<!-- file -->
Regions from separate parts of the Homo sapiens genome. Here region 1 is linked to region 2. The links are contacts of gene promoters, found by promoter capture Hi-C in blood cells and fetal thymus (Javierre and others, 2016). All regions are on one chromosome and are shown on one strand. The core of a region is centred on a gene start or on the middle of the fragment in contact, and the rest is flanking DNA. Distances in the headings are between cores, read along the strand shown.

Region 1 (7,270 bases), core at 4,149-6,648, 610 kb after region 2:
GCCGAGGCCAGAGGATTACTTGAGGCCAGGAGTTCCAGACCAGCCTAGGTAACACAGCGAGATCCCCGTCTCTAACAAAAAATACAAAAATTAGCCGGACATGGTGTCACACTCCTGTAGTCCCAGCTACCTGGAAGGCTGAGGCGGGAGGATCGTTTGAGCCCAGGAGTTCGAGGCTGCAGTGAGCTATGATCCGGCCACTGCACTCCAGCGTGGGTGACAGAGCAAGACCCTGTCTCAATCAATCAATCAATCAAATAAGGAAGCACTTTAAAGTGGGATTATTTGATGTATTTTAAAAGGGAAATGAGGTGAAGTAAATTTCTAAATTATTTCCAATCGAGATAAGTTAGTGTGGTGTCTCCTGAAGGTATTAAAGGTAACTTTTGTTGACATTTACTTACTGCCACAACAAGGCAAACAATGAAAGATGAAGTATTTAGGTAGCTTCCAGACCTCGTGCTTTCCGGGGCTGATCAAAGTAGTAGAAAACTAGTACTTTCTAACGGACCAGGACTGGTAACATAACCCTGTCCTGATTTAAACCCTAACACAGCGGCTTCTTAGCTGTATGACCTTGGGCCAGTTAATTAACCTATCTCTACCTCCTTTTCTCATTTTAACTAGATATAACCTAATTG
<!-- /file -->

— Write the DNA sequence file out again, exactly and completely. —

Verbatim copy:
Regions from separate parts of the Homo sapiens genome. Here region 1 is linked to region 2. The links are contacts of gene promoters, found by promoter capture Hi-C in blood cells and fetal thymus (Javierre and others, 2016). All regions are on one chromosome and are shown on one strand. The core of a region is centred on a gene start or on the middle of the fragment in contact, and the rest is flanking DNA. Distances in the headings are between cores, read along the strand shown.

Region 1 (7,270 bases), core at 4,149-6,648, 610 kb after region 2:
GCCGAGGCCAGAGGATTACTTGAGGCCAGGAGTTCCAGACCAGCCTAGGTAACACAGCGAGATCCCCGTCTCTAACAAAAAATACAAAAATTAGCCGGACATGGTGTCACACTCCTGTAGTCCCAGCTACCTGGAAGGCTGAGGCGGGAGGATCGTTTGAGCCCAGGAGTTCGAGGCTGCAGTGAGCTATGATCCGGCCACTGCACTCCAGCGTGGGTGACAGAGCAAGACCCTGTCTCAATCAATCAATCAATCAAATAAGGAAGCACTTTAAAGTGGGATTATTTGATGTATTTTAAAAGGGAAATGAGGTGAAGTAAATTTCTAAATTATTTCCAATCGAGATAAGTTAGTGTGGTGTCTCCTGAAGGTATTAAAGGTAACTTTTGTTGACATTTACTTACTGCCACAACAAGGCAAACAATGAAAGATGAAGTATTTAGGTAGCTTCCAGACCTCGTGCTTTCCGGGGCTGATCAAAGTAGTAGAAAACTAGTACTTTCTAACGGACCAGGACTGGTAACATAACCCTGTCCTGATTTAAACCCTAACACAGCGGCTTCTTAGCTGTATGACCTTGGGCCAGTTAATTAACCTATCTCTACCTCCTTTTCTCATTTTAACTAGATATAACCTAATTG